Flexible Learning Space Assets

  • Emulates the world of work – In the real world, adults work in teams. Project-based tasks are what most women and men do everyday at their jobs. In the 21st century, office space has transformed how people work in face-to-face environments that also facilitates online activities as well. Educators are empowered as designers to create learning spaces that now includes a broader mix of hard and soft furniture not only made for schools. This new mix includes furniture from office and work, hotel and restaurant, and home and living space environments.
  • Designers of their space – A teacher working with her/his students should be the designers of their learning space. With a variety of district standard flexible furniture, the classroom design is often the first class project of the school year.
  • A Social and Emotional Safe Nest – When students walk into a classroom, they need a safe place to land. Cozy is cool- both a physical and emotional feeling. Many students need the comfort of a welcoming classroom to serve as a springboard for the deep-dive of learning with a class of peers.
  • Living with Covid – As collaborative teams had become standard practice in pre-covid classrooms, the pandemic has created learning challenges that include the furniture. Flexible shape desks and tables that can both be configured for group work, or can easily be reconfigured for social distancing space and individualized seating.

To flex minds, we need to flex classroom space. Learning spaces in the 2020’s need non-traditional eclectic designs to create a positive learning environment. The key to a flexible learning space combines a student’s need to fidget, rock, swivel, stretch, stand, and even get horizontal with mobile and modular furniture and technology. Subtle self-movement and weight transfer keeps our brains stimulated and helps prevent mental fatigue within a contained space. It’s really simple, physical movement sparks the mind to enhance one’s motivation, engagement, and creativity that opens paths for learning.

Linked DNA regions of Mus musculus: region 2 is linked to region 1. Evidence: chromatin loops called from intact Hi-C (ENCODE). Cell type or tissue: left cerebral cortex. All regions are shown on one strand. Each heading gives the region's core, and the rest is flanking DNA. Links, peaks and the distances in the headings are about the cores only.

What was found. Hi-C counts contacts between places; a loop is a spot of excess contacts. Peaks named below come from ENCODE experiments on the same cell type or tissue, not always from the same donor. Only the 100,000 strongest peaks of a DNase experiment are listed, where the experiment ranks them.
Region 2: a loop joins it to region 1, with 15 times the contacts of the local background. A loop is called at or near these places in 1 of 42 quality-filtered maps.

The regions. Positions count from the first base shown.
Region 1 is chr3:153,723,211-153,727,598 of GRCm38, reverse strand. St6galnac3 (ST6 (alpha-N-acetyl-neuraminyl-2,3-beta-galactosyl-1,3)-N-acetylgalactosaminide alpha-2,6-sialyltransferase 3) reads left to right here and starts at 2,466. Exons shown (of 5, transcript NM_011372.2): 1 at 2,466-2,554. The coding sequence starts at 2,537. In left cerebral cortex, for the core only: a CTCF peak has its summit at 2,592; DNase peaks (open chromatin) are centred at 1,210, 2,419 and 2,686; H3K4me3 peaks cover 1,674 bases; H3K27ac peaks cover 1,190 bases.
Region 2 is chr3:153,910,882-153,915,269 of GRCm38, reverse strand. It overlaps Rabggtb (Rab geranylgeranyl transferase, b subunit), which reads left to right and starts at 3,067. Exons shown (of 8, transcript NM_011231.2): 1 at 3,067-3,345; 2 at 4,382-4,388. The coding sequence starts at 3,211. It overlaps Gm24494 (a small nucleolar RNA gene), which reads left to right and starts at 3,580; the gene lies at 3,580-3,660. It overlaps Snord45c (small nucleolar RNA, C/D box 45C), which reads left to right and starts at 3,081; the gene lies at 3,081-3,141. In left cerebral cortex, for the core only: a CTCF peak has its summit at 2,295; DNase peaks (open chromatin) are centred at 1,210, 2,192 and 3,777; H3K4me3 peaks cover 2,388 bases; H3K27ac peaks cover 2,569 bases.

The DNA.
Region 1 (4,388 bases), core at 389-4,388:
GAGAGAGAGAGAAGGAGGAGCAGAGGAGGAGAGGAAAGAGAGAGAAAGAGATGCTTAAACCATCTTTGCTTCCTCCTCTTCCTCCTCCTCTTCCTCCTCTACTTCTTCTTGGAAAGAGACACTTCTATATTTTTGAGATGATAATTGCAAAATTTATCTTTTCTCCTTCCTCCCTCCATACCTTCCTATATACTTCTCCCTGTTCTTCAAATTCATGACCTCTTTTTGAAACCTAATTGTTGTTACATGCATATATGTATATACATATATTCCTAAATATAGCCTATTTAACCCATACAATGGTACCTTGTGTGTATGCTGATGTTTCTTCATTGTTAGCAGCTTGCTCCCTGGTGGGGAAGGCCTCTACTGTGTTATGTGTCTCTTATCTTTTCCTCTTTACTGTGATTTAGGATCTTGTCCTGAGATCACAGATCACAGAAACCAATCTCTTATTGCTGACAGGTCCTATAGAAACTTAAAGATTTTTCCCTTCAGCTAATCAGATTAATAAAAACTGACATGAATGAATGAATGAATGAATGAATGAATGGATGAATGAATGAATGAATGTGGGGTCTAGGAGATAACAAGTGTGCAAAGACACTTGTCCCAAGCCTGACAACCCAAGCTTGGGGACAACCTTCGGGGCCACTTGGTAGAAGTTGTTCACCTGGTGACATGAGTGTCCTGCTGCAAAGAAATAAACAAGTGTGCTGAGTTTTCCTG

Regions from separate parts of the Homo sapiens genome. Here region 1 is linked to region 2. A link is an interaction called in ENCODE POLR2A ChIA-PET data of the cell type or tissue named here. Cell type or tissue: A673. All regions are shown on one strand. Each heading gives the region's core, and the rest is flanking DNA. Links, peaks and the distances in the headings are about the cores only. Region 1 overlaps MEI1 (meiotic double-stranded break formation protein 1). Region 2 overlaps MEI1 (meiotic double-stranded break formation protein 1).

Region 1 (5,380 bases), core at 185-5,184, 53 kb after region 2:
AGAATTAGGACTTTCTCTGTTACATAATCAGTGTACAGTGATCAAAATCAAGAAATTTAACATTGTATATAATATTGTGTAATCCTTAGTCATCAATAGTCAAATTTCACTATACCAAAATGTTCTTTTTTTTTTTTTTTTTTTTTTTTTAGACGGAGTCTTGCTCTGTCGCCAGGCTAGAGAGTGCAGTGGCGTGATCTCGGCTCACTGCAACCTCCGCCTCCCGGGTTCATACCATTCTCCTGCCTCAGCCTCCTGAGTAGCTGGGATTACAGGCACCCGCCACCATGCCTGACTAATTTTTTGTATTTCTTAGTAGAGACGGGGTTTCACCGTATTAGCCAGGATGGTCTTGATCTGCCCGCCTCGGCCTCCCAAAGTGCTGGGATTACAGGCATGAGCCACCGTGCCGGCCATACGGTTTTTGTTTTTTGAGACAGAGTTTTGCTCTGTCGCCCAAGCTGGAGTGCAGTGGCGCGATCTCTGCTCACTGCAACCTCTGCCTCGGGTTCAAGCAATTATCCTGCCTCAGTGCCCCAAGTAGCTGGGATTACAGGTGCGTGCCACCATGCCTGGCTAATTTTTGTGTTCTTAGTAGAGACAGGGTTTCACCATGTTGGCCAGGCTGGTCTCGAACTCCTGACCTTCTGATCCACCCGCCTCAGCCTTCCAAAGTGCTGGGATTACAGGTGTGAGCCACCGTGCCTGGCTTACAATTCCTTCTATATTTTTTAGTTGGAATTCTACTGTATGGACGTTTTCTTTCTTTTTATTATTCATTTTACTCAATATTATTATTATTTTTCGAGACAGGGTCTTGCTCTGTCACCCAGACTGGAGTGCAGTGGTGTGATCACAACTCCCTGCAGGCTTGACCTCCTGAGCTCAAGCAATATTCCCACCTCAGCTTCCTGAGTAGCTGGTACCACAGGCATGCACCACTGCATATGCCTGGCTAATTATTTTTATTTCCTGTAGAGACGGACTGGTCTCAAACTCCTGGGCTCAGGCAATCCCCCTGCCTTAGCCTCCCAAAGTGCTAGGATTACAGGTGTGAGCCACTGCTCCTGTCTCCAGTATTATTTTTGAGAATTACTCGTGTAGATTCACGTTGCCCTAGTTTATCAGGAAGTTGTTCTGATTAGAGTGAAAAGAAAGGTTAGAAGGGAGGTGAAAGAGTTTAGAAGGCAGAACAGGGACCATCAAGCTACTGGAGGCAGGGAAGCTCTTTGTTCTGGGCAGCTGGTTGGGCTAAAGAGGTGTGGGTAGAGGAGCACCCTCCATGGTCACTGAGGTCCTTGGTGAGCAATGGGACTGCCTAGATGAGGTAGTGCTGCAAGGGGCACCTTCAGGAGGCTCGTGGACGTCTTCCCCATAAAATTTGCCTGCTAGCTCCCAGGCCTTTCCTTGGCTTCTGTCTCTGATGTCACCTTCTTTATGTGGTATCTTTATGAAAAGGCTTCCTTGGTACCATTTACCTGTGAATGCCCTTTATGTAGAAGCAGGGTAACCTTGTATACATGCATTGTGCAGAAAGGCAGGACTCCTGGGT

Doug McIntosh was a 35 year K-12 teacher and resource teacher in special and general education. In 2014, he started Groupwerk® an educational consulting business collaborating with schools and vendors to craft engaging learning spaces. As a designer, Doug advocates for the 21st century transformation of a school's three most common learning spaces from: classrooms to learning studios; libraries to learning commons; and labs to makerspaces. In 2022, he joined the D&D team as their Learning Environment Designer, combining his passion and experience in the K-12 integration of learning design, physical space design, and digital space design in D&D’s projects.


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Blog Categories

1. Learning Environment Design

2. Seating and Movement

3. Modular Desks and Tables

4. Presentation Technology

5. Mobile Dividers and 
    Visual Communications

6. Mobile Storage

7. Mobile Devices